Lessons learned, adapting to a “new normal”

The industry must recognize that while patients were “forced” to adopt new models of engagement, they have welcomed them. In an interview with the

New York Times

,

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London-based GP Dr. Sam Wessely said, “We’re basically witnessing 10 years of change in one week… It used to be that 95 percent of patient contact was face-to-face: You go to see your doctor, as it has been for decades, centuries. But that has changed completely.” This new dynamic has created an opportunity for pharma to deliver change that will greatly benefit patients. Before the pandemic, research from Deloitte

2

showed that a mobile working solution for community nurses reduced paperwork time by 60%, increased patient face time by 29% and allowed them to support two extra patients daily. A study of COPD patients found that 94% had better treatment compliance when using technology to manage their disease.    The flexibility of the virtual approach has been bolstered by the increased availability of nurses as they work from home. Populations that fall within the “shielded” criteria are unlikely to be geographically clustered which resulted in them spending a substantial time travelling. When working virtually, they have been able to spend more time on patient support activities.    The biggest lesson for patient solutions providers is the need to be proactive in future-proofing their services. Businesses that were exploring and developing digital patient engagement approaches proactively, offering support over email, SMS, telephone, and videoconferencing were able to “flip the digital switch” at the onset of the lockdown. As a result, they had the appropriate protocols in place, providing an inherent agility to meet the change in demand.   To realise this opportunity, the industry will need to further invest in communications and customer relationship management (CRM) software. The likes of Zoom and WhatsApp, while excellent interim solutions, do not lend themselves to tracking patient engagements beyond the call – this data will be essential in improving patient experience and outcomes.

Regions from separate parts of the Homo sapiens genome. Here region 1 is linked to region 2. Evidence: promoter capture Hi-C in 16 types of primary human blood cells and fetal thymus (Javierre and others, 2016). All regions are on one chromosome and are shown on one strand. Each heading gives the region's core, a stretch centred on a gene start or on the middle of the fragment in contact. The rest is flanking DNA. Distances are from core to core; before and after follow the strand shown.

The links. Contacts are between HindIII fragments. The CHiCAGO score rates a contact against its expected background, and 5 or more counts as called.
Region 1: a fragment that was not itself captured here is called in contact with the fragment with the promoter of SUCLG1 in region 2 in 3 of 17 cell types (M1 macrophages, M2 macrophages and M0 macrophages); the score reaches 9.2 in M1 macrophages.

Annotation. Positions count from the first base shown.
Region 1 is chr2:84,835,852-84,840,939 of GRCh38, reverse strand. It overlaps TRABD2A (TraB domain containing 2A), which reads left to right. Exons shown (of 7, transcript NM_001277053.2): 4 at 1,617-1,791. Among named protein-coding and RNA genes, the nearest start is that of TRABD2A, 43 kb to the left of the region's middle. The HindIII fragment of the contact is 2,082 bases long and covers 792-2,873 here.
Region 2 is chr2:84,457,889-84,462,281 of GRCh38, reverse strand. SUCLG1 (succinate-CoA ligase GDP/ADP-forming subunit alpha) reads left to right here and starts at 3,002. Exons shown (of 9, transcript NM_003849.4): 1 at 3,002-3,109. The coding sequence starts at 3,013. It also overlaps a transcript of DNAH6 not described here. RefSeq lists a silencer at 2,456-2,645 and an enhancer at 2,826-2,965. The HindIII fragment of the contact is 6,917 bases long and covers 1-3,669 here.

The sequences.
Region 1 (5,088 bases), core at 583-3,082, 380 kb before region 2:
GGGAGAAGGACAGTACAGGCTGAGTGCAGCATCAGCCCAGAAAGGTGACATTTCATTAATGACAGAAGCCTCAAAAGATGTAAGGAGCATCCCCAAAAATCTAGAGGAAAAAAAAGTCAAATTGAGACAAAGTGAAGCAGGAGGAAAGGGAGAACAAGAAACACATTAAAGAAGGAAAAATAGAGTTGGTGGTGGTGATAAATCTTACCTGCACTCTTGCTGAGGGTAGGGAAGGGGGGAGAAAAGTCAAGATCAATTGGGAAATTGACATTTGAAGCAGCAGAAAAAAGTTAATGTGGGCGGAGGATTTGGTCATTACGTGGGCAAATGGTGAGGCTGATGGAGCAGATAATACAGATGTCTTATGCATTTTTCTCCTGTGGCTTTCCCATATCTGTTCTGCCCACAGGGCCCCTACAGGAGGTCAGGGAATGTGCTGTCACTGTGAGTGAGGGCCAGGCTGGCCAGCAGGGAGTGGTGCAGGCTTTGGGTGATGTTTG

Conclusion

Throughout the pandemic, the increased service provision from patient solutions providers lowered the need for patients to attend hospital and decreased their potential risk of exposure to COVID-19. This lessened the burden on NHS services, allowing the organisation to focus on caring for patients with COVID-19 and increase testing.    The switch to virtual patient engagement has been a key facilitator in this environment; moreover, it has been welcomed by patients, carers, payers and pharma companies alike.    As lockdown conditions begin to ease, it won’t necessarily mean a return to pre-COVID operations and many patients will want to continue with the virtual support model due to its inherent safety and convenience. It will be up to patient solutions providers to deliver accordingly.    

Stephanie Hill is Head of Patient Solutions at Ashfield UK.

 

Notes

  1. 

https://www.nytimes.com/2020/04/04/world/europe/telemedicine-uk-coronavirus.html

  2. 

https://www2.deloitte.com/content/dam/Deloitte/uk/Documents/life-sciences-health-care/deloitte-uk-connected-health.pdf